American Amber Neben, 2008 TT world champion, preps for another go

"I feel like I’ve been given a God-given ability and the opportunity to race,” the 2008 world time trial champ says.

Heading out the door? Read this article on the new Outside+ app available now on iOS devices for members! Download the app.

2010 World road championships, Amber Neben interview
The 2008 world champ has faced many challenges in her 2010 season, and concedes she doesn't know what to expect at worlds.

Amber Neben has been to so many world championships, she’s lost count. “I could figure it out if I needed to,” says the evergreen 35-year-old with an impish smile, “but it’s a special thing; every year it’s an honor to be here, it’s very exciting.”

What is a first for the 2008 world time trial champ, however, is competing at a worlds in an English-speaking environment — not that she minds it. But for this self-driven Southern Californian, she’s had to negotiate an uneven, injury-plagued road to get into shape in time for Geelong, where she’s down to ride both Wednesday’s 22.9-kilometer time trial — which she says suits her capabilities — and three days later, the elite women’s road race, staged over 127.2km.

Lucky for Neben, she comes from the school of hard knocks.

Surviving a life-threatening case of spinal meningitis at aged four, where doctors told her parents she was either not going to live, or be brain-damaged and deaf — thankfully, none of those eventuated — and then in the fall of 2007, beating melanoma before her crowning moment as ‘Ms. TT Worlds’ in Varese, Italy, nine months later, she credits her faith in God for overcoming life’s obstacles.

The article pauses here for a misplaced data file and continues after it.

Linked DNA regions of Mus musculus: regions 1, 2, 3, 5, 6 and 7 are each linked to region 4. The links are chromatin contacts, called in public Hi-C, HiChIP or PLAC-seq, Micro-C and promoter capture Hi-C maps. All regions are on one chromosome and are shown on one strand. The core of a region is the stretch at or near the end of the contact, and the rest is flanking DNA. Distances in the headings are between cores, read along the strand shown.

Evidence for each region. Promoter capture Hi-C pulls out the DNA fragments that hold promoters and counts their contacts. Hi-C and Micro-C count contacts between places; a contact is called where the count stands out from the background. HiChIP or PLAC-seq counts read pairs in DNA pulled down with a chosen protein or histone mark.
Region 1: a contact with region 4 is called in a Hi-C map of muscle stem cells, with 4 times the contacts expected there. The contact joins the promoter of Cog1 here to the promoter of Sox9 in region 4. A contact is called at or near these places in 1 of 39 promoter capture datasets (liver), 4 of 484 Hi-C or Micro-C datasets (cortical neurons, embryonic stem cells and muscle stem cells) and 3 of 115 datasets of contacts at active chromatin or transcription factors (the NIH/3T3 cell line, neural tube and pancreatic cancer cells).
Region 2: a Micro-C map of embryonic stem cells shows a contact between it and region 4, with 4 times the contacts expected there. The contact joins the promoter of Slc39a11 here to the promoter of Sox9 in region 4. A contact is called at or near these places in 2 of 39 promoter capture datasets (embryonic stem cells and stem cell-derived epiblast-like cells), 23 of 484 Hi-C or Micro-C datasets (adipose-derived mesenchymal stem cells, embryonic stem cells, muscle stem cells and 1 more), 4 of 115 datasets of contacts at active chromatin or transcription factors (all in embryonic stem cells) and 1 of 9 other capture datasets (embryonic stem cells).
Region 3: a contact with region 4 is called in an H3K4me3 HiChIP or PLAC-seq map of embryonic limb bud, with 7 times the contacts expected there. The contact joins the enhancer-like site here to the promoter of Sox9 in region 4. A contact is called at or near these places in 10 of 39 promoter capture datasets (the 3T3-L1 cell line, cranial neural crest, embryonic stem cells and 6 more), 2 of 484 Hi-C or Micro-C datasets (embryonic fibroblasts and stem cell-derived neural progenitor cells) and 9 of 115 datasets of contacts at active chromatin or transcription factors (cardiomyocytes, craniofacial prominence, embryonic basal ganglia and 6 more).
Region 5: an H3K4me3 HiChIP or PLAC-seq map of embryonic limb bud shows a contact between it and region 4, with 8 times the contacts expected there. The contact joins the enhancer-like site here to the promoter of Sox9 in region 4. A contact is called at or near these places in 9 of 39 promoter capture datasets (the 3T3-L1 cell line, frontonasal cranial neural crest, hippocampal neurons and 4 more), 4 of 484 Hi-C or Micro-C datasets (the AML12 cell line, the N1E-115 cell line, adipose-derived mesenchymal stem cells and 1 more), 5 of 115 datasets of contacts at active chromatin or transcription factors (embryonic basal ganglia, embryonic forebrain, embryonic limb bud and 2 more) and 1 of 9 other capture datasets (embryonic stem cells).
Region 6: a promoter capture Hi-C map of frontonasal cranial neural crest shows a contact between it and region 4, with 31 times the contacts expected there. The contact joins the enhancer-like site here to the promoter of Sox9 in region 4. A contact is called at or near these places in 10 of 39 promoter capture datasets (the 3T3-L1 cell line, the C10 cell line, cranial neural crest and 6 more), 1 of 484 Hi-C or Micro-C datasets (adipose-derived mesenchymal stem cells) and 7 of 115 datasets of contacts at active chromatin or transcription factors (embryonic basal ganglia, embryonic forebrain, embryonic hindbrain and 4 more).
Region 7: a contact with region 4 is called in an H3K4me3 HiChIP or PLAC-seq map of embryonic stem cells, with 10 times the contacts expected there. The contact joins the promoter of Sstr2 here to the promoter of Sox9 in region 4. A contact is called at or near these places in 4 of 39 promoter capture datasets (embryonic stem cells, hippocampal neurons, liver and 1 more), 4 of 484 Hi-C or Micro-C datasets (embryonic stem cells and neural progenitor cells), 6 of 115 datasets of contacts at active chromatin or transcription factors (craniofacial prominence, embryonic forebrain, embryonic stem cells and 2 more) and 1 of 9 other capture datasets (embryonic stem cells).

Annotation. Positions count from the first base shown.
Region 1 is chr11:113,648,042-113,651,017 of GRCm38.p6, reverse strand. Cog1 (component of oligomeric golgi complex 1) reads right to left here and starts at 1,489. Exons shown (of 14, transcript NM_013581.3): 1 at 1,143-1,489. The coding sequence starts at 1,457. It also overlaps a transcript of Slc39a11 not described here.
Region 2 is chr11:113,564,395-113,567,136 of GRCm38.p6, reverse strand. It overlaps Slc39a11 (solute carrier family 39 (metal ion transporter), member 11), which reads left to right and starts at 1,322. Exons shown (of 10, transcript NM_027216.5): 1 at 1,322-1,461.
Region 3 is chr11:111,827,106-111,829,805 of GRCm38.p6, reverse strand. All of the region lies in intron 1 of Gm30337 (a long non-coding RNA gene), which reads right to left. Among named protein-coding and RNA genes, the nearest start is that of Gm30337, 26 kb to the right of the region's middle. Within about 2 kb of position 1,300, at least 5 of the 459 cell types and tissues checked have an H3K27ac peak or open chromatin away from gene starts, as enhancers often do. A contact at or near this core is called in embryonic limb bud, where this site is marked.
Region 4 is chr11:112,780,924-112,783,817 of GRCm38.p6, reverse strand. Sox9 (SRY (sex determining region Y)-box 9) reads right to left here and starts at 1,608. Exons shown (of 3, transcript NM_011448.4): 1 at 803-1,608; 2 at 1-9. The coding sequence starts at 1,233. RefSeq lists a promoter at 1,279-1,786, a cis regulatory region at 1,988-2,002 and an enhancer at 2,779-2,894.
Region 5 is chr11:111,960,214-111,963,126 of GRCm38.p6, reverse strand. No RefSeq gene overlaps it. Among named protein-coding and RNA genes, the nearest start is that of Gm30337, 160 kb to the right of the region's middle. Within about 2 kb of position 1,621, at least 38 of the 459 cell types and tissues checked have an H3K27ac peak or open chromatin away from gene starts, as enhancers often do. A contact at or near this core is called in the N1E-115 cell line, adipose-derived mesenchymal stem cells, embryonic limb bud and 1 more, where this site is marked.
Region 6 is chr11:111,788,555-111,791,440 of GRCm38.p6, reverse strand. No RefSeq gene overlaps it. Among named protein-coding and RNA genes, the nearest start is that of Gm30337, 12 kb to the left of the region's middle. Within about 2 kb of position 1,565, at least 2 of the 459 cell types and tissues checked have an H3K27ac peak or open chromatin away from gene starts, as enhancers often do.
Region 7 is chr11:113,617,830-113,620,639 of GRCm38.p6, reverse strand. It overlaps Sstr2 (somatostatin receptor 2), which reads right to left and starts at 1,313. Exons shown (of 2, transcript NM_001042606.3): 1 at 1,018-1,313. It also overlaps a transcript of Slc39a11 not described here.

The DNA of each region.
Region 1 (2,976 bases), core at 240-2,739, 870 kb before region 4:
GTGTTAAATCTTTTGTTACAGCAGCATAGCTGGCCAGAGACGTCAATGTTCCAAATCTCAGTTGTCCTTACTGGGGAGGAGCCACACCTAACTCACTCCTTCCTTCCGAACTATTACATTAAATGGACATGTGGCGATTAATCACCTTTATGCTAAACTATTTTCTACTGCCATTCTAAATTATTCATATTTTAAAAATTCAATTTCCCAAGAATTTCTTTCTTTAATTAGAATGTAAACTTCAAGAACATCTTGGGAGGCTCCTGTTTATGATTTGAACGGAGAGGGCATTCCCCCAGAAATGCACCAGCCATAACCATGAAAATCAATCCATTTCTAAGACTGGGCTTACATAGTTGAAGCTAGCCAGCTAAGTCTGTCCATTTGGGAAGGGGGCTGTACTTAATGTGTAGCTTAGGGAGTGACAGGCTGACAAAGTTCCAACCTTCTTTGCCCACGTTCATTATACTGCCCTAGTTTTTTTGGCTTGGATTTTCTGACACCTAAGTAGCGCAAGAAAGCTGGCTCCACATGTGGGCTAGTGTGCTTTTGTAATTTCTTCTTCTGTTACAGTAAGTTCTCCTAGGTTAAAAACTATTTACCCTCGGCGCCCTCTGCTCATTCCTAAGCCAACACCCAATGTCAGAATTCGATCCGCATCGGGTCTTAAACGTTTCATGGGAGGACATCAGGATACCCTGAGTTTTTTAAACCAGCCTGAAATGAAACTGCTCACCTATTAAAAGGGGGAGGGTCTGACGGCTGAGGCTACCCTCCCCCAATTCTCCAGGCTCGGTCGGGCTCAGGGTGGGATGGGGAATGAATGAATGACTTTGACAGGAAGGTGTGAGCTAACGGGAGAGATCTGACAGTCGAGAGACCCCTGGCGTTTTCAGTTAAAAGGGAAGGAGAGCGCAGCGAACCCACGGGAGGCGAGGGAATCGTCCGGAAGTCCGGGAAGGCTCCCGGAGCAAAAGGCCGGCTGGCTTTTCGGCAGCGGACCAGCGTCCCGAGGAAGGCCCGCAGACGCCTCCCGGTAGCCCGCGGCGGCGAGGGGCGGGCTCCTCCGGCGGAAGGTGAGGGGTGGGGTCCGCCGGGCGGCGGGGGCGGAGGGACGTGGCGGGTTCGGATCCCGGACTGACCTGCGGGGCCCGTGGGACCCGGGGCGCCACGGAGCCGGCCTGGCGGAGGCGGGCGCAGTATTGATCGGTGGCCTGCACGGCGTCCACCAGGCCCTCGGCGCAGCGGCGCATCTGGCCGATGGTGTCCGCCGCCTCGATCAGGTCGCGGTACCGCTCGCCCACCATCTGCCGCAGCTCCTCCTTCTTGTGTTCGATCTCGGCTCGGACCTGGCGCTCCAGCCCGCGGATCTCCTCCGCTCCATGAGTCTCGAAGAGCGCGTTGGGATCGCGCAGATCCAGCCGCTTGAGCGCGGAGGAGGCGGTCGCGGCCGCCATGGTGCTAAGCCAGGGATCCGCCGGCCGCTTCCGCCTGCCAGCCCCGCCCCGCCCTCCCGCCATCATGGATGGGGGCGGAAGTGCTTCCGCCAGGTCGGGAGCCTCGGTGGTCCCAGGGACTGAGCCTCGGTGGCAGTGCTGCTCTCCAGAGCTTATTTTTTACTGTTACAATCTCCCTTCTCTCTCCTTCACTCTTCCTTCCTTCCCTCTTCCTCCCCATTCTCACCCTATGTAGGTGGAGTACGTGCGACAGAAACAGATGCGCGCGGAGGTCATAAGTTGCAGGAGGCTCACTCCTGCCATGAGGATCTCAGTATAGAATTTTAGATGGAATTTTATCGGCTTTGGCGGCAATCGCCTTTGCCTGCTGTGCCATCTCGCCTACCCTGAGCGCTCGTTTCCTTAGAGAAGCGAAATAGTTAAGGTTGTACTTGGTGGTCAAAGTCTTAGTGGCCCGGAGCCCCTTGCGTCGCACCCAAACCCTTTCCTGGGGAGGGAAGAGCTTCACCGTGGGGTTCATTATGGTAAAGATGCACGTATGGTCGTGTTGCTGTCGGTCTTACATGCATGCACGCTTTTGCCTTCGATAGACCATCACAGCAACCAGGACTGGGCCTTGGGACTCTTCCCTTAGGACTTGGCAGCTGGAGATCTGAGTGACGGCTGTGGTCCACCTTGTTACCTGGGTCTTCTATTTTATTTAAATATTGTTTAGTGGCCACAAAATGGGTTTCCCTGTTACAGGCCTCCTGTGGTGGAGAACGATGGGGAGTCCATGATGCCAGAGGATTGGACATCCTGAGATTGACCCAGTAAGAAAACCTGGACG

And, should she stand on podium Wednesday, she’ll thank the Lord again. “I’ll keep everything in perspective based on the year I’ve had, but my goal is the podium. That’s what I’m gunning for and God willing, I get up there,” she says.

VeloNews: What are your impressions of Australia and Geelong in particular — you’ve been here before, when Geelong hosted a women’s World Cup, right?

Amber Neben: Back in 2004 – that’s the only time I’ve been here. It’s a beautiful area, and so far, the people I’ve interacted with have been very friendly. But it’s a little cold right now …

VN: After your former Nürnberger team downsized significantly this year, you only switched to the Webcor team in mid-May – do you feel the initial uncertainty surrounding your future affected your results this season, or was it more due to your broken collarbone a few months back?

AN: Actually, I think it was more my muscle tear in my quad and in my adductor in April — that completely shut me down for four and a half weeks. Coming back from that was really tough, and just as I was getting my form back I did my collarbone, so it’ll be interesting to see how I go this week. The uncertainty (surrounding Nürnberger) was difficult in that I didn’t have a plan for the year with a racing schedule, so that was tough. But I was going OK till I pulled my quad.

VN: Is everything back on track now?

AN: Yes – as far as it can be. My collarbone is as good as it’s going to be at this point in time; it still needs a bit more time for the bone to heal completely. I’m not thinking about it — the plate’s still in there and at some point in time, I’ll have to take it out. But I’ve been training hard the last six weeks and I’m happy that I’ve been healthy enough to do that. I couldn’t ask for anything more.

VN: The course for the RR and TT — you’re down for both, and they’re ostensibly on the same course, so are they good for you?